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To avoid slipping down this slope, 17 big names in French luxury have already created their school and the Colbert Committee, which brings together 93 luxury houses, has been multiplying initiatives for several years, such as that of last December, where “An event bringing together the different skills of 23 luxury houses and around ten professional high schools was organized at Station F [un campus de start-up créé à Paris par Xavier Niel, actionnaire du Monde] »explains Bénédicte Epinay, general delegate of the committee, delighted to have welcomed 4,500 secondary school students there and to have reconciled, here again, modernity and tradition.

A day made of resourcefulness

In Dakar, like a good part of the new generation of designers and owners of Senegalese brands, Fatima Zahra Ba is sorely lacking in trained tailors and dressmakers and has to juggle to honor her orders, “while so many young people are unemployed”, regrets this young entrepreneur at the head of the So’Fatoo brand. Like her, many bosses observe the systematic orientation towards training in the human sciences, when the traditional trades are lost and make it necessary to import consumer goods.


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Trained in the United States, Fatima Zahra Ba has designed a product that meets the desires and needs of the market. First imagined for her, her long, modest dress, the quality of the fabric and drape of which she worked on, playing on the beauty of the very classic woven loincloth, was well received in this 80% Muslim country – and by beyond its borders.

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However, her daily life as a manufacturer is made up of resourcefulness, like many other entrepreneurs, who deal with the local reality, driven by an enthusiastic faith and a love of their country. Sophie Zinga, the designer of the eponymous brand, who parades in New York, Paris and elsewhere, also chose this path paved with pitfalls and remembers the struggles to gather the skills necessary to manufacture her clothes on her return to Dakar. , when she thought she was drowning in labor supply.

“In all sectors of the craft industry, it is becoming urgent to train young people in a more organized way”, pleads Aïssa Dione

It is therefore difficult to continue to move forward without more institutionalized training, when the country will go from 28 million inhabitants today to 32.6 million in 2050, and when the economy urgently needs to develop in this countries where it remains 90% informal. “In all sectors of the craft industry, it is becoming urgent to train young people in a more organized way”, pleads Aïssa Dione, at the origin of a very successful project of Institute of crafts in Damnadio, the new city which must relieve Dakar.

Aïssa Dione, company manager in furniture weaving, in Dakar.

For Eyumane Assendulé Baculé, Managing Director of Bä Tisseurs, a community organization that supports the territorial dynamics of social transformation, there is urgency with the imminent exploitation of hydrocarbon deposits off the coast of the country, in 2024, and the prospects for development. which make Senegal one of the five most dynamic economies on the continent, with growth forecasts of 3.7% this year. “We have spent the last 60 years supplying our raw material to others, she regrets. So now, there is no more time to lose: we must access a creative economy by rediscovering our traditions. »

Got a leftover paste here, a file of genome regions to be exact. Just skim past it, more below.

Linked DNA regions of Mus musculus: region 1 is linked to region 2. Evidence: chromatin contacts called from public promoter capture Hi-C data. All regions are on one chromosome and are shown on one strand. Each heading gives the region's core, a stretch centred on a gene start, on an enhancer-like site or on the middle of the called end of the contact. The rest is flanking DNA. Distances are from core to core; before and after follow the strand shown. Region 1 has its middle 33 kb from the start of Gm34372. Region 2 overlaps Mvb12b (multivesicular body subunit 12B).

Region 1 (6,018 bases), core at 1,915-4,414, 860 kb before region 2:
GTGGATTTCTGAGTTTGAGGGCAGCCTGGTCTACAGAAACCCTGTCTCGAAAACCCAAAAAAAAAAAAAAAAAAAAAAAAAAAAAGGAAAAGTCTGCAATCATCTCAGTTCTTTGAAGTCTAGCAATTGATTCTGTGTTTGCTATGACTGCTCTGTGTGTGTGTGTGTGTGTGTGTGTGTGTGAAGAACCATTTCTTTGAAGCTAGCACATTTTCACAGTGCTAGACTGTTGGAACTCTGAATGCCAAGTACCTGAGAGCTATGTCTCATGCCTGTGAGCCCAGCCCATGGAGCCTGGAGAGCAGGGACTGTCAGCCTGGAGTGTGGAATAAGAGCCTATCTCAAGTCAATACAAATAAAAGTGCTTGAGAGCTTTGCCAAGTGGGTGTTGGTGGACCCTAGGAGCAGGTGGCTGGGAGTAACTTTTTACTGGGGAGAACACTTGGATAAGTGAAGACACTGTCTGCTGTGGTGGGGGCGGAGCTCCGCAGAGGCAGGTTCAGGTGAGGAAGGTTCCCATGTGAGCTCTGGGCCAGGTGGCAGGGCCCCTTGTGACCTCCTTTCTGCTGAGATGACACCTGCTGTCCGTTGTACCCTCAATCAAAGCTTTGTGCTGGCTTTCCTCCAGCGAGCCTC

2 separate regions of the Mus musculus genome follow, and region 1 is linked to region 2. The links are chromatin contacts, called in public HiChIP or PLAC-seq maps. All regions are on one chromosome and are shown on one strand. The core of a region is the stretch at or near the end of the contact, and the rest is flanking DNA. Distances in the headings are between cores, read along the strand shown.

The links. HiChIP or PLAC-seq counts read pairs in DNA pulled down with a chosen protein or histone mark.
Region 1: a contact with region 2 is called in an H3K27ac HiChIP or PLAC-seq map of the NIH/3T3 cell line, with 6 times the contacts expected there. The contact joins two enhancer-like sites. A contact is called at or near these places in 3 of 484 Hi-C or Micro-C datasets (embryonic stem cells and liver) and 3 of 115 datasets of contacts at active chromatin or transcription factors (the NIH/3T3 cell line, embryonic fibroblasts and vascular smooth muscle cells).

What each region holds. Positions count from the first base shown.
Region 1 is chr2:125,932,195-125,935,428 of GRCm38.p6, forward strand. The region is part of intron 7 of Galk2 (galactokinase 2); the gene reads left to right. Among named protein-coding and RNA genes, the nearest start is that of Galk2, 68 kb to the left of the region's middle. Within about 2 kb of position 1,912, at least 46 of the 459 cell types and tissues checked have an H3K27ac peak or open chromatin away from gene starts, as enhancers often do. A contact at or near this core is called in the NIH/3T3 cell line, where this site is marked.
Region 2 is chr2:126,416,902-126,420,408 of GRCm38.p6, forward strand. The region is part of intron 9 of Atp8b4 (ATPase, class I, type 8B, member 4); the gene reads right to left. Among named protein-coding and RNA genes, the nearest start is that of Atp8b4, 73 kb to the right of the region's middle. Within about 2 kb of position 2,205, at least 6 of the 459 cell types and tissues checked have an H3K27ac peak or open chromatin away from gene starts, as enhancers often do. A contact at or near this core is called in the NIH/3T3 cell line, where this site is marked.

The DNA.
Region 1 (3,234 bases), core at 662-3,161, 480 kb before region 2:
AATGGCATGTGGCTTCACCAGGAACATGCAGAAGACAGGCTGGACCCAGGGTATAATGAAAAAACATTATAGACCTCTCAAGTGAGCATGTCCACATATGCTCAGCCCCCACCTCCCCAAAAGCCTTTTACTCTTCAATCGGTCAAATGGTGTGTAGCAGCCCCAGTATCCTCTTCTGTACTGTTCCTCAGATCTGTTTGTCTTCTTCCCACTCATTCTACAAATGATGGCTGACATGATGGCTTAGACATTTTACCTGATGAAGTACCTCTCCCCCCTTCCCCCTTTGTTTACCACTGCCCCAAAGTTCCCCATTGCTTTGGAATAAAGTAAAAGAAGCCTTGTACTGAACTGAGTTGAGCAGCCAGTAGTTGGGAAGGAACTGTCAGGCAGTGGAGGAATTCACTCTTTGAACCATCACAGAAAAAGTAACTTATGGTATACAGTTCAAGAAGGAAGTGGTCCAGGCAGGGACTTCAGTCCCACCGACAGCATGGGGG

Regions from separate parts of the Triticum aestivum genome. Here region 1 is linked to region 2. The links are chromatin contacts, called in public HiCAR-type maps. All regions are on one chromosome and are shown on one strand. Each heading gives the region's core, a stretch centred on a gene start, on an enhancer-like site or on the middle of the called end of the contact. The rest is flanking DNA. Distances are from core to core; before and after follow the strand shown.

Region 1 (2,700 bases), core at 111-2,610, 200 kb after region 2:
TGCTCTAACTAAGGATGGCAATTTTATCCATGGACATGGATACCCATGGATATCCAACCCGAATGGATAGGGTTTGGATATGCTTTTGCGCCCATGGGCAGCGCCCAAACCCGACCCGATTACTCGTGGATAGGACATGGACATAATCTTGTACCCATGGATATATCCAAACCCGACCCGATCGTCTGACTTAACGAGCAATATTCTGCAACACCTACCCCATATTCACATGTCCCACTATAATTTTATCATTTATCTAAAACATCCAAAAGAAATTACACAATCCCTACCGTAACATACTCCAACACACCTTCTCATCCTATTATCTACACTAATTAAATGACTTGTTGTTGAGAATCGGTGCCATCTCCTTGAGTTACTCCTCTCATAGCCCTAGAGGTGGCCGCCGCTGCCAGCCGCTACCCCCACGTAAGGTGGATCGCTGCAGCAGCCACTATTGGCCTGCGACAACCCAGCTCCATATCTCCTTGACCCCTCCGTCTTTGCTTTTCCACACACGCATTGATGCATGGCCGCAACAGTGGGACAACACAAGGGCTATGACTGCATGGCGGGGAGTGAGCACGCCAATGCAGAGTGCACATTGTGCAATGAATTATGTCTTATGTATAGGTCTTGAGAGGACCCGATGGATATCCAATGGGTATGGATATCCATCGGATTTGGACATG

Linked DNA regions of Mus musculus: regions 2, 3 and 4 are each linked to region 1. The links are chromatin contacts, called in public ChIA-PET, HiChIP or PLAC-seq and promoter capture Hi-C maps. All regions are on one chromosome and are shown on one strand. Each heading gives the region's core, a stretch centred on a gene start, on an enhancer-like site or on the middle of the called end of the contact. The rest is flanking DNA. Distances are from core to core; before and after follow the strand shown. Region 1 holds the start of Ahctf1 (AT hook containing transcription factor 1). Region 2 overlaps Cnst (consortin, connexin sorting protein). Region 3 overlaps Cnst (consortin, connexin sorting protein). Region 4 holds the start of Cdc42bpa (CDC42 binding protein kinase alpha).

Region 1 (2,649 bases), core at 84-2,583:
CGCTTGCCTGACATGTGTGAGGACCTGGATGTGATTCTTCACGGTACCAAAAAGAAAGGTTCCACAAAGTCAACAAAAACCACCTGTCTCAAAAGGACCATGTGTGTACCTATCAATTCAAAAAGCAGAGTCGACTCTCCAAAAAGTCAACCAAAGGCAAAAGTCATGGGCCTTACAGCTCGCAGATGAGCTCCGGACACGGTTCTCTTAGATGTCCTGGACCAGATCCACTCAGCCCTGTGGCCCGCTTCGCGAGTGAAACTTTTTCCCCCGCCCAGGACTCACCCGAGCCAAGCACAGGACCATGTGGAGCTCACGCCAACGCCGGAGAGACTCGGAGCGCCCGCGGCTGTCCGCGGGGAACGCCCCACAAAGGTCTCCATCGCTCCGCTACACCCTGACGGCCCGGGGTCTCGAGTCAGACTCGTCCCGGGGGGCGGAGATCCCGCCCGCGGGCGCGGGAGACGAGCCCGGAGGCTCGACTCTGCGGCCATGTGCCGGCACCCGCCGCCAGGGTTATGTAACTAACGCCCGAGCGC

A booming ecosystem

There are many craftsmen who, like her, are aware that local craftsmanship must make it possible to create a real industry. It is also the intuition of the very influential stylist Bibi Seck, to whom we owe the interior design of the Scenic, Twingo II or Trafic cars, who repeats that “the industrialization of Senegal will go through crafts”. And for those who did not dare to imagine that part of their modernity could emerge from revisited traditions, the arrival of the brand with two Cs will, in general opinion, have placed the spotlight on an ecosystem already in full swing.

“By parading here, by organizing masterclasses there, Chanel came to remind us that we have talent, which we had perhaps somewhat forgotten. So now it’s up to us to value it”recalls filmmaker and stylist Selly Raby Kane, who works at “changing imaginations”. The ground therefore seems ripe in this capital where multiple initiatives respond to each other and where a boiling African pride emerges.

This article was written in partnership with the Gallery of 19M Dakar.

The “19M Dakar” program

The calendar is subject to change, more information on the Instagram account @lagaleriedu19mdakar

– January 28: clay and eucalyptus dyeing workshop, by Marie-Madeleine Diouf.


– February 4: embroidered jewelry workshop, by Maud Villaret.

– From February 6 to 19: residence of Emma Bruschi.

– From February 6 to 10: bootmaking masterclass, with Massaro.

– February 8, 11, 15 and 18: participatory workshops, by Emma Bruschi.

– February 11: khay and guediane dyeing workshop, by Marie-Madeleine Diouf.

– From February 20 to 24: sewing masterclass, with Paloma.

– February 25: participatory workshop led by CSAO embroiderers.


– March 4: embroidered jewelry workshop, by Maud Villaret.

– From 1er to March 12: residence of Kenia Almaraz Murillo.

– From March 6 to 10: weaving masterclass, with Lesage.

– March 18: natural indigo dyeing workshop, by Marie-Madeleine Diouf.

– From March 20 to 24: embroidery masterclass, with Montex.

– March 25: participatory workshop led by CSAO embroiderers.